Canada Day 2021 was like none other in our history. The unmarked gravesites of children who died at residential schools seemed to be on everyone’s mind.
Efforts to “kill the Indian in the child” did tremendous damage to our country. Today, Indigenous people are disproportionately represented in our prison system, their high school graduation rates are lower, rates of violence against women are higher, wages are lower, infant mortality rates are higher, and a large percentage of Indigenous children do not live with their biological families. It is important to be aware of these facts, but one must also understand that there are always underlying reasons for such statistics.
Canada is facing a pivotal moment. We can choose to continue to try to keep the truth buried, or we can choose to heal.
A major step in the path toward healing took place when the Stephen Harper government initiated the Truth and Reconciliation Commission in 2007. This was followed by Harper’s official apology in Parliament one year later. The TRC worked for eight years and shortly after Justin Trudeau took office in 2015, they published the 94 Calls to Action.
I would strongly encourage all Canadians to study these because they apply to every one of us. I should point out however, that educators play a particular role in helping Canada to heal from the wounds caused by generations of abuse in our residential school system. Indeed, Justice Murray Sinclair, who headed the TRC stated, “Education is the means by which we will be able to fix this.”
Our efforts to become educated, however, must extend far beyond the school system, at least for the moment. People working in government, social services, the judicial system, churches, the health care system, business and all who take part in forming our democracy need to understand their role in healing Canada.
Those of us working in the field of education need to understand that our responsibility extends far beyond our current generation. We are training future social workers, health care workers, lawyers, business people, educators, religious leaders and voters. We also teach Indigenous students, many of whom are impacted by the intergenerational trauma of the residential school system.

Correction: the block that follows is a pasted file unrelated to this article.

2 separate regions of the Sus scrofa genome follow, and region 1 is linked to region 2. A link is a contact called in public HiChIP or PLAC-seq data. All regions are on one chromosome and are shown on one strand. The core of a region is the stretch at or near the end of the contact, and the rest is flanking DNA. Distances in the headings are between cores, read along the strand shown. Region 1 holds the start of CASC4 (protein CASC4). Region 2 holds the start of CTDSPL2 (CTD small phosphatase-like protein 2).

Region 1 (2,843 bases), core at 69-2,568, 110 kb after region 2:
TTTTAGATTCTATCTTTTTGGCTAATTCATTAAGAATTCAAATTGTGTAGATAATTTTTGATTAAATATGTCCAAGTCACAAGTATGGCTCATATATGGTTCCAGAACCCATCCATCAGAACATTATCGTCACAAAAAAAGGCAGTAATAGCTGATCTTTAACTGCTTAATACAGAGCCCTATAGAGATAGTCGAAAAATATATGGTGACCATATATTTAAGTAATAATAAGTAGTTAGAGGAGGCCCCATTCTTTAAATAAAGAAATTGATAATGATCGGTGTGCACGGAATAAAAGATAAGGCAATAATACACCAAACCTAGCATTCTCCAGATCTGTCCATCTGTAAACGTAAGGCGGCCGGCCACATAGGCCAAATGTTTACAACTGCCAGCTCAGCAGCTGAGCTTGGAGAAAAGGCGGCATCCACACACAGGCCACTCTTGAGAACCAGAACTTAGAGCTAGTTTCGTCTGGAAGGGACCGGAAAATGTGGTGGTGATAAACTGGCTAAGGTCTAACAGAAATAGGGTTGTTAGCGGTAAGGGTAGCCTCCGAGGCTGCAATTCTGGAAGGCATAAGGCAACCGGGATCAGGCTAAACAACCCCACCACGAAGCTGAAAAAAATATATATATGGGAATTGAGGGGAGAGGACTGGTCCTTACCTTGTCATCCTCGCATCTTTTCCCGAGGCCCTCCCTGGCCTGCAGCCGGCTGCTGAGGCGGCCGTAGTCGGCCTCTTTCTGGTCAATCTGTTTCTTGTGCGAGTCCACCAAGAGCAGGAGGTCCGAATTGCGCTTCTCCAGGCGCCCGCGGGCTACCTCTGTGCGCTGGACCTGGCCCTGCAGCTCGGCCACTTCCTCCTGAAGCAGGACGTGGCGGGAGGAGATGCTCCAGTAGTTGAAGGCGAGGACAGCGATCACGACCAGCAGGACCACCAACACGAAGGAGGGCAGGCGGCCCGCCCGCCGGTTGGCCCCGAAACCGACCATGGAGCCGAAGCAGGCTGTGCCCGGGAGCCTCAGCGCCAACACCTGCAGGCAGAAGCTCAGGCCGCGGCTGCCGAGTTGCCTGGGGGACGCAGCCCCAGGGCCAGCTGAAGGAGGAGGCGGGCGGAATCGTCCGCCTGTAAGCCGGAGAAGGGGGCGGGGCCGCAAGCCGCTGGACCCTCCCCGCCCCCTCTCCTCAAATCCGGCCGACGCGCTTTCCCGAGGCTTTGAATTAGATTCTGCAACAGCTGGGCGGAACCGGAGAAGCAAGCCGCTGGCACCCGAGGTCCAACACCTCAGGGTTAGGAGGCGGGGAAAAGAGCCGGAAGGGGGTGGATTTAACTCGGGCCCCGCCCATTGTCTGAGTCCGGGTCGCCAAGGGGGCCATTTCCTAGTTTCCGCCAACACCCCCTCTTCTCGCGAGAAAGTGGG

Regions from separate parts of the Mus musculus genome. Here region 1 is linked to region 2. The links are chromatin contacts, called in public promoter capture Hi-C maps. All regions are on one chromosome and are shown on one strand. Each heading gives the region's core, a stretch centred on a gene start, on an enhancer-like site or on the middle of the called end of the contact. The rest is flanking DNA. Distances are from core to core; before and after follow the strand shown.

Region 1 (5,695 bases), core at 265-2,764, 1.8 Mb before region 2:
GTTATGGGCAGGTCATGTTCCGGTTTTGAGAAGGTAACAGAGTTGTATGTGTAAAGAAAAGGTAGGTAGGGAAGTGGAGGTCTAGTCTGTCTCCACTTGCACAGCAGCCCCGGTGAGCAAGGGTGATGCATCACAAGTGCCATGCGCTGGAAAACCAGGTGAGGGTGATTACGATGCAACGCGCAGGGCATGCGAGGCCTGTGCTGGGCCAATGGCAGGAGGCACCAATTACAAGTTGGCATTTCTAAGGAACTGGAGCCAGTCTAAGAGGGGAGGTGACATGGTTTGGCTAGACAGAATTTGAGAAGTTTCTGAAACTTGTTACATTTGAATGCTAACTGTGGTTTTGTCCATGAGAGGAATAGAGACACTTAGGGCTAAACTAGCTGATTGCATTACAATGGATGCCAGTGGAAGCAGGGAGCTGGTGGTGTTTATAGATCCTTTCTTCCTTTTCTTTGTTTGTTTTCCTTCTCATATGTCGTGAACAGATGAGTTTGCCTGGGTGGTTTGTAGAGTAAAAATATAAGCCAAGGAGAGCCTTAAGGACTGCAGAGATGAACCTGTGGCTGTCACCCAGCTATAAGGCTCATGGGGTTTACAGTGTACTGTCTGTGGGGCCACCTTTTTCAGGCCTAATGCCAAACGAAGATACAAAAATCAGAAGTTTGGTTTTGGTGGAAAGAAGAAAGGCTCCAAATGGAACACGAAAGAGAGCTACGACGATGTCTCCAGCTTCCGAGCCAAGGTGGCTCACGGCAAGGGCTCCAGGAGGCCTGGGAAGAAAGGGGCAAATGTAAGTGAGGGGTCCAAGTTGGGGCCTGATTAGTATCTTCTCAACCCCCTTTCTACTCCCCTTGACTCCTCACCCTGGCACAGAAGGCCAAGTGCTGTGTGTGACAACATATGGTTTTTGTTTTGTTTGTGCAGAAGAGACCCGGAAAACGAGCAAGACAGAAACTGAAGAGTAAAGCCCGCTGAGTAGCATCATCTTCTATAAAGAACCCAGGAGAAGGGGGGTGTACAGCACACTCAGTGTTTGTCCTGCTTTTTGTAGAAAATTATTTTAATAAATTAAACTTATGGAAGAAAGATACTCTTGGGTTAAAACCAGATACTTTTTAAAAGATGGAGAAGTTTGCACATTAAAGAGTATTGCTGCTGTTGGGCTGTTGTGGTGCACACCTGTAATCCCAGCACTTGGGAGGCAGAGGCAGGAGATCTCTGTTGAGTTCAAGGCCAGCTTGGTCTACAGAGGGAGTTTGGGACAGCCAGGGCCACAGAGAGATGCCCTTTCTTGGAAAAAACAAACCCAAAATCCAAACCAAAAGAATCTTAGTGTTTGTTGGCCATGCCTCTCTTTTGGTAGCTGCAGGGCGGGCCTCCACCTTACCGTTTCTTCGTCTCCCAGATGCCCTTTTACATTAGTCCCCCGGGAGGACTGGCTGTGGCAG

The most immediate challenge for our school system is, as stated in Call to Action number 10, to “close identified educational achievement gaps within one generation.” In doing so, we are to develop culturally appropriate curricula, enable parents to fully participate in the education of their children and respect and honour Treaty relationships. We are also challenged to revitalize Aboriginal languages.
The task seems overwhelming, but I can see progress being made. On a personal note, I believe that implementing these Calls to Action has made me a better educator and a better human being. Exploring and trying to put into practice Aboriginal ways of knowing and being has been a very enriching experience. I work in the school district with the highest number of Indigenous students in British Columbia, and in a school with significant Indigenous enrollment. I am especially grateful for the guidance and support I receive from our Aboriginal Education Department.
At the same time, there is a lot of work to be done. A 2016 report published by School District 57, Prince George makes this quite clear. For example, there are still significant gaps in achievement for Indigenous and non-Indigenous students.
It is also important to note that the 94 Calls to Action provide only a starting point because the path ahead has not come fully into focus. My role as an educator is pivotal, not only in empowering Indigenous students, but empowering all students to find the way forward.
Canada is a great country, and part of greatness is having the courage to look honestly at ourselves. We will get through this sad time in our history, and we will do it together.